Thursday, March 26, 2009

Border Security Initiative Gets Mixed Reviews

On Tuesday, March 24, DHS Secretary Napolitano announced the administration's $700 million southwest border security initiative calling for "additional personnel, increased intelligence capability and better coordination with state, local and Mexican law enforcement authorities." However, some federal and state lawmakers say more needs to be done.
A plan by President Barack Obama to send more federal agents to the Mexican border is inadequate to control growing drug violence in the two countries, an influential U.S. senator said on Wednesday, and he said he would seek $385 million more from Congress.
Senator Joseph Lieberman, chairman of the Homeland Security Committee, said he would try to quickly pass funding to hire 1,600 more Customs and Border Patrol agents and extra immigration officers, build up law enforcement centers and fight human trafficking....
"I don't think it's enough," Lieberman said at a hearing of his committee. "The danger here is clear and present. It threatens to get worse."
More reaction from elected officials here. And Investor's Business Daily also finds the plan wanting, noting that what it calls "a wall of bureaucracy" is an insufficient method for securing the border.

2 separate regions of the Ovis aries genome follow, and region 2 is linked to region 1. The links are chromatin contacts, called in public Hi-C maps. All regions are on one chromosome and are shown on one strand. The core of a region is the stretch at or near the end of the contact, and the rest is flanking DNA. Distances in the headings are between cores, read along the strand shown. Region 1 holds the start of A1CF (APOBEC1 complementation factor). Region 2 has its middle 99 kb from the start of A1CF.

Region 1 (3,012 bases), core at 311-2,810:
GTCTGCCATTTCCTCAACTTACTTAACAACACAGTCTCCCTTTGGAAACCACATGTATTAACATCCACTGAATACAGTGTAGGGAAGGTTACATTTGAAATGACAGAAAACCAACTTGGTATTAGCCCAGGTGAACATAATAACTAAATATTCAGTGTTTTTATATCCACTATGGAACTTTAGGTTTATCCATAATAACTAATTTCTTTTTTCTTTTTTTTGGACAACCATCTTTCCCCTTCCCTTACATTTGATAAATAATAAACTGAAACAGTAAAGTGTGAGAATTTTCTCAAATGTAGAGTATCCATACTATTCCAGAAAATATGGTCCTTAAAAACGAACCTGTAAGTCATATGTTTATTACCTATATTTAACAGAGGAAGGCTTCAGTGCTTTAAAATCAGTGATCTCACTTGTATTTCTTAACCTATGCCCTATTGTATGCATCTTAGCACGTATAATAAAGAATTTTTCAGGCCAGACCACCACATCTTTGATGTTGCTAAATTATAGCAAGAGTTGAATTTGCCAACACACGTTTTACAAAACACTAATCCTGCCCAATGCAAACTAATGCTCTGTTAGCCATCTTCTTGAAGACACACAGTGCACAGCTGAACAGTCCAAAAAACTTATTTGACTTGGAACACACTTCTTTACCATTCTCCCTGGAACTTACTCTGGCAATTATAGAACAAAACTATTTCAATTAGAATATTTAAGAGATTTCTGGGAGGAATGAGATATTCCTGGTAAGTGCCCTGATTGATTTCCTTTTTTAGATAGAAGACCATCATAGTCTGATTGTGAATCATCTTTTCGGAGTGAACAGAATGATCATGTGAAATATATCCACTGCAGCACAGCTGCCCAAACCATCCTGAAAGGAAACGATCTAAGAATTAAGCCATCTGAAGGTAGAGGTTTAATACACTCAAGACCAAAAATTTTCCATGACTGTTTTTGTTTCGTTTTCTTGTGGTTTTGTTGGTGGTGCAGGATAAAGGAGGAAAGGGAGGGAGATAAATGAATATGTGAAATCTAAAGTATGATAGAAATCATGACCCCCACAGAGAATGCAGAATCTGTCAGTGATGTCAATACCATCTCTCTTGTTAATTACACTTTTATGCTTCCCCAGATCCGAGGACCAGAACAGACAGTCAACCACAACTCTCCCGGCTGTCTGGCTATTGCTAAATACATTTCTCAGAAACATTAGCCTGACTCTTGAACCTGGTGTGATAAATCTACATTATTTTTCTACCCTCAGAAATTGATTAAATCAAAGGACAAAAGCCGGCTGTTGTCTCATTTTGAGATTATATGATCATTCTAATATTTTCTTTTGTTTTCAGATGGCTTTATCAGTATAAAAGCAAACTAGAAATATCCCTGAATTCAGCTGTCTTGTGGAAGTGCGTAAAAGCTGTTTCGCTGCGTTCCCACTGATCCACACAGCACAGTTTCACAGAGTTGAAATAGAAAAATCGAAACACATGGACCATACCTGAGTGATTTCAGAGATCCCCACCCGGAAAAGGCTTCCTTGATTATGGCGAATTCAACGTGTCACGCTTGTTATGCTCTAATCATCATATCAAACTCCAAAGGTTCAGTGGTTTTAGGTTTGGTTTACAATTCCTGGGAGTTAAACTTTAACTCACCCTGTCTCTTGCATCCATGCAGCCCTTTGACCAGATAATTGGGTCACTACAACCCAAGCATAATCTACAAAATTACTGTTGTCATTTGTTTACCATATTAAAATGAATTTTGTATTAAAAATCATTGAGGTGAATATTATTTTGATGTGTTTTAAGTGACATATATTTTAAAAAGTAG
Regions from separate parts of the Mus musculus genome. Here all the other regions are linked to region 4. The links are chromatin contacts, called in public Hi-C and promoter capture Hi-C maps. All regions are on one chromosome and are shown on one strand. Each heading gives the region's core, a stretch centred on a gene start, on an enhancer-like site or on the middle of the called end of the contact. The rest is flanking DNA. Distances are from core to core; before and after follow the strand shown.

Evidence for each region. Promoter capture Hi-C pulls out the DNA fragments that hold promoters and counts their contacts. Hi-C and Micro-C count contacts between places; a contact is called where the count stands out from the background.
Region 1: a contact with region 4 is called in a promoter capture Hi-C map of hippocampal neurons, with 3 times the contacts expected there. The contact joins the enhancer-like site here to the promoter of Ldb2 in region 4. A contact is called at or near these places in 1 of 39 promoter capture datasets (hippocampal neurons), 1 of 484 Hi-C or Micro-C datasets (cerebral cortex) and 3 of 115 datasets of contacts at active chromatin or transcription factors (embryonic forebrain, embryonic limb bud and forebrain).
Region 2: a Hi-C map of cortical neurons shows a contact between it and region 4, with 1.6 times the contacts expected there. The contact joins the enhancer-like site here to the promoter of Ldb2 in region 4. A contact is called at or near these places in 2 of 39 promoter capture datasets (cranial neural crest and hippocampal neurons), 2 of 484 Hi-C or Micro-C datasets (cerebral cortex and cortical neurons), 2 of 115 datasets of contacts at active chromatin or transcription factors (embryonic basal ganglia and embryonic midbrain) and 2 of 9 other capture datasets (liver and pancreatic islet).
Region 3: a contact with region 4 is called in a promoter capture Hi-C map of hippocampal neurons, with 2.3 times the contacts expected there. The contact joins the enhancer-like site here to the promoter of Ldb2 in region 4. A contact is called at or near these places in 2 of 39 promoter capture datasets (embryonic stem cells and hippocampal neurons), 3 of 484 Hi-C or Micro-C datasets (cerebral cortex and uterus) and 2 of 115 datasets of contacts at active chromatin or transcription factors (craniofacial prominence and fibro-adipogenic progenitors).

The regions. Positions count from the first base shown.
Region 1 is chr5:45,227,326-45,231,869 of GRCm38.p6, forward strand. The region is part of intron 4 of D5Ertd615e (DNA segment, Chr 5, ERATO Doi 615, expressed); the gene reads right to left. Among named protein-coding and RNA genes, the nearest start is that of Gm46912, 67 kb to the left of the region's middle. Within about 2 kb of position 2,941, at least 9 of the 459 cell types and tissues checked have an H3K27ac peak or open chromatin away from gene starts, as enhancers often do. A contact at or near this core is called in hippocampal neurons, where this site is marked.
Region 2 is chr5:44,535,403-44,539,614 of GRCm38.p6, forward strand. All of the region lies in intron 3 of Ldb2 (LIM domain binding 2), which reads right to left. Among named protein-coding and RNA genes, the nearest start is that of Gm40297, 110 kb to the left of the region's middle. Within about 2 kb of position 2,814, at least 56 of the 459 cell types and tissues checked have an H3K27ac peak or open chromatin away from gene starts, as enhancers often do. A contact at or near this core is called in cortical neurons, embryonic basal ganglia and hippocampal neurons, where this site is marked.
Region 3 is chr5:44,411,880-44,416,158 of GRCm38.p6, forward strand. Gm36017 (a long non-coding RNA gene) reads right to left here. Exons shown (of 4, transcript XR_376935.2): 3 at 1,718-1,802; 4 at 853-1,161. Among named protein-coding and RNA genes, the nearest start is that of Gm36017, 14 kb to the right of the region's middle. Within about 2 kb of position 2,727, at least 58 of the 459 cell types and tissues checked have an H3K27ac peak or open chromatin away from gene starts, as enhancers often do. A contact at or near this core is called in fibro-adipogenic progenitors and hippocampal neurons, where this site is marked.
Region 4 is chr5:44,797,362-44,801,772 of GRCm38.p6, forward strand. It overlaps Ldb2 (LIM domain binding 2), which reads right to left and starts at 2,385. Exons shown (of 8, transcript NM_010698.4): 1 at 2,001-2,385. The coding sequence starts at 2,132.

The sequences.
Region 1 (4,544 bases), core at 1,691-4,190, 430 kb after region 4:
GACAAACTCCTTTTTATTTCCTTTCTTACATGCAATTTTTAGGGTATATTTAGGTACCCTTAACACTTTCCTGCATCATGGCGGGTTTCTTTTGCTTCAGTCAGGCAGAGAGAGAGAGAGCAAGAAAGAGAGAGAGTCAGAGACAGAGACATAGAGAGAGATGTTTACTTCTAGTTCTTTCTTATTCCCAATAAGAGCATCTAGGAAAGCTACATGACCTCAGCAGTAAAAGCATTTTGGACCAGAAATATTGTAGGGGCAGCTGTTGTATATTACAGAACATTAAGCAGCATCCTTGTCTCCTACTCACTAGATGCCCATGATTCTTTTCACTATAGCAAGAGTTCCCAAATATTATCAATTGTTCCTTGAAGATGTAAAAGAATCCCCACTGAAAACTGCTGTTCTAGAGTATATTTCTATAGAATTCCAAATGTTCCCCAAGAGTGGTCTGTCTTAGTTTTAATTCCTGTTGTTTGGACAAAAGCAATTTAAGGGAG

Update: The head of the Border Patrol union is underwhelmed by the plan. And is really underwhelmed.

State Secrets Privilege To Be Tested

The Obama administration now seeks to invoke a more extensive state-secrets privilege then its predecessor, despite what was said on the campaign trail. Sound familiar? A ruling from Judge Vaughn R. Walker could be handed down at any moment:
Civil liberties advocates are accusing the Obama administration of forsaking campaign rhetoric and adopting the same expansive arguments that his predecessor used to cloak some of the most sensitive intelligence-gathering programs of the Bush White House.
The first signs have come just weeks into the new administration, in a case filed by an Oregon charity suspected of funding terrorism. President Obama's Justice Department not only sought to dismiss the lawsuit by arguing that it implicated "state secrets," but also escalated the standoff -- proposing that government lawyers might take classified documents from the court's custody to keep the charity's representatives from reviewing them.
The suit by the al-Haramain Islamic Foundation has proceeded further than any other in challenging the use of warrantless wiretaps, threatening to expose the inner workings of that program. It is the second time the new Justice Department has followed its predecessors in claiming the state-secrets privilege, which would allow the government to exclude evidence in a civil case on grounds that it jeopardizes national security.
See our earlier post on this matter here.

Update: Judge Walker denied the government's motion on April 17.